Progress in research toward brighter, longer-life, organic-based LEDs continues to show promise Kido et al. Porous silicon emits light that is broadband in nature and rather weak in output power. Nevertheless, silicon-based LEDs offer promise as inexpensive sources of light for speciality applications such as alphanumeric indicators directly on the silicon circuit based electronic component Collins et al.

Laser diodes based on GaAs are the key to the future growth of the laser markets. GaAs refers to not just one material system but a complex set of material systems based on extensions of GaAs. The progress in wavelength extension of diode lasers from the near IR to the blue depends critically on the development and understanding of the III-V semiconductor material systems. Today, commercially available laser diode products operate from the red to the near-infrared.

Power levels range from 10 mW for reading compact disks to more than 20 W for pumping solid-state lasers. The laser diode is more efficient and can operate at higher output power than the light-emitting diode LED; Box 7. Further, the laser diode has a coherent output beam that can be focused into an optical fiber or onto the surface of a CD. Like LEDs, laser diodes are being improved and extended in wavelength. Today, the critical area of research is to extend the laser diode wavelength into the blue.

The first realization of a blue laser diode based on GaN gallium nitride , a material closely related to GaAs, was announced by the Japanese company Nichia in The GaN material system is not as well developed as that of GaAs. It took 10 years from the first demonstration of a room-temperature GaAs red laser diode to the introduction of commercial laser diode products. A similar time might be required before blue laser diodes are available commercially. When introduced as a product, the blue laser diode will open major application areas including information storage and optical displays.

Other applications include fluorescence microscopy for biological and medical applications. There is significant economic leverage for the development of blue laser diodes for application to the optical storage systems of the future.

Today companies in the United States lead the world in the manufacture of high-power LD sources. High-power laser diodes are used directly for medical and industrial applications and to pump advanced solid-state lasers. The leading producers of laser diodes for information storage, such as CD players, are located in Japan as is the first company to demonstrate the GaN blue laser diode. LEDs are less efficient and less powerful than laser diodes but are also much less expensive. LEDs are familiar as indicator lights in electronics and as red brake lights in some automobiles. However, they will soon be found in signal lights, road signs, exit signs, and lighting displays see Chapter 3.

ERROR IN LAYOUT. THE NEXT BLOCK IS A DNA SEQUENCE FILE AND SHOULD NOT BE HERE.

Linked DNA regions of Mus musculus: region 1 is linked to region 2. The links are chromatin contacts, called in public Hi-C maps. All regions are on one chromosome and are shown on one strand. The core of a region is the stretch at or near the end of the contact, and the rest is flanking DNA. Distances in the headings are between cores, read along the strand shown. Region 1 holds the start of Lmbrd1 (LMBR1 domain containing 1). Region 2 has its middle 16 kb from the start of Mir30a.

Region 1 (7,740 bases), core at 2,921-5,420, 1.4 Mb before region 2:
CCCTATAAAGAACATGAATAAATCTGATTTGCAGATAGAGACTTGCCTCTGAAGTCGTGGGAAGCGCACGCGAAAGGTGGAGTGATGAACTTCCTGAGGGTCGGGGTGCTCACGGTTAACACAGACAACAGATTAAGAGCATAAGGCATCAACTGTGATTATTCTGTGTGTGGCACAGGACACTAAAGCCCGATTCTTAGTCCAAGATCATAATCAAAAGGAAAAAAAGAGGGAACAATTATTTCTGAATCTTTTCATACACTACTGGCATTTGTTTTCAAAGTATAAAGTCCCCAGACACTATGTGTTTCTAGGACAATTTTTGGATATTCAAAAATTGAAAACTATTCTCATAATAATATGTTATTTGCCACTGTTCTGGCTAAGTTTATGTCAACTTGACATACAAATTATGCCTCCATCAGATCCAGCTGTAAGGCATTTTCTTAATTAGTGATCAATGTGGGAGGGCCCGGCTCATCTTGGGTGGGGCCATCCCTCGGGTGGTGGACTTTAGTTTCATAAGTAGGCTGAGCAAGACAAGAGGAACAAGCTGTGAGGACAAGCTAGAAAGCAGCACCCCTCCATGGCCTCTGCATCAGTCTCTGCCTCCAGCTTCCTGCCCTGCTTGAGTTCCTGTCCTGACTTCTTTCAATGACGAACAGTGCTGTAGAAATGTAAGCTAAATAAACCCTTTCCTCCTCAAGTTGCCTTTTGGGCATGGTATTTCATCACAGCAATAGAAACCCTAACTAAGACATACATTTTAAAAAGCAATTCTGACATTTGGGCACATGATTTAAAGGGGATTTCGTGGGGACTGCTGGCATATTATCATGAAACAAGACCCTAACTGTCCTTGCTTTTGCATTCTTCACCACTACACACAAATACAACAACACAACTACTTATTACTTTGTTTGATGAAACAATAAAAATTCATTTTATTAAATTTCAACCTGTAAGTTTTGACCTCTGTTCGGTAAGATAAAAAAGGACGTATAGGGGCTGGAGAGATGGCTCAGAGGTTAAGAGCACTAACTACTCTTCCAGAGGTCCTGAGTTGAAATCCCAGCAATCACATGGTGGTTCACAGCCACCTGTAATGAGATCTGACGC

The market for LEDs is larger than the laser market and is growing rapidly because of the small size, long operating life, high visual brightness, and low cost of LEDs. As blue LEDs become commercially available, three-color displays will become possible and will add to the growth of the multibillion-dollar LED market.

Applications for blue LEDs include color displays, specialty lighting, and medicine and biology where blue LEDs induce fluorescence in molecules for detection. For example, an array of blue LEDs has been used for research on the treatment of jaundice in newborn babies.

Visible laser diodes are used for information storage, bar-code readers, and laser alignment in construction. High-power laser diodes are used for materials processing, soldering, xerographic image generation, and medical applications. Laser diodes coupled to optical fibers enable direct processing of materials through cutting, welding, and annealing.

High-power laser diode arrays are also widely used today to pump advanced solid-state laser sources. Advanced solid-state lasers play a unique, significant, and growing role in scientific and industrial applications.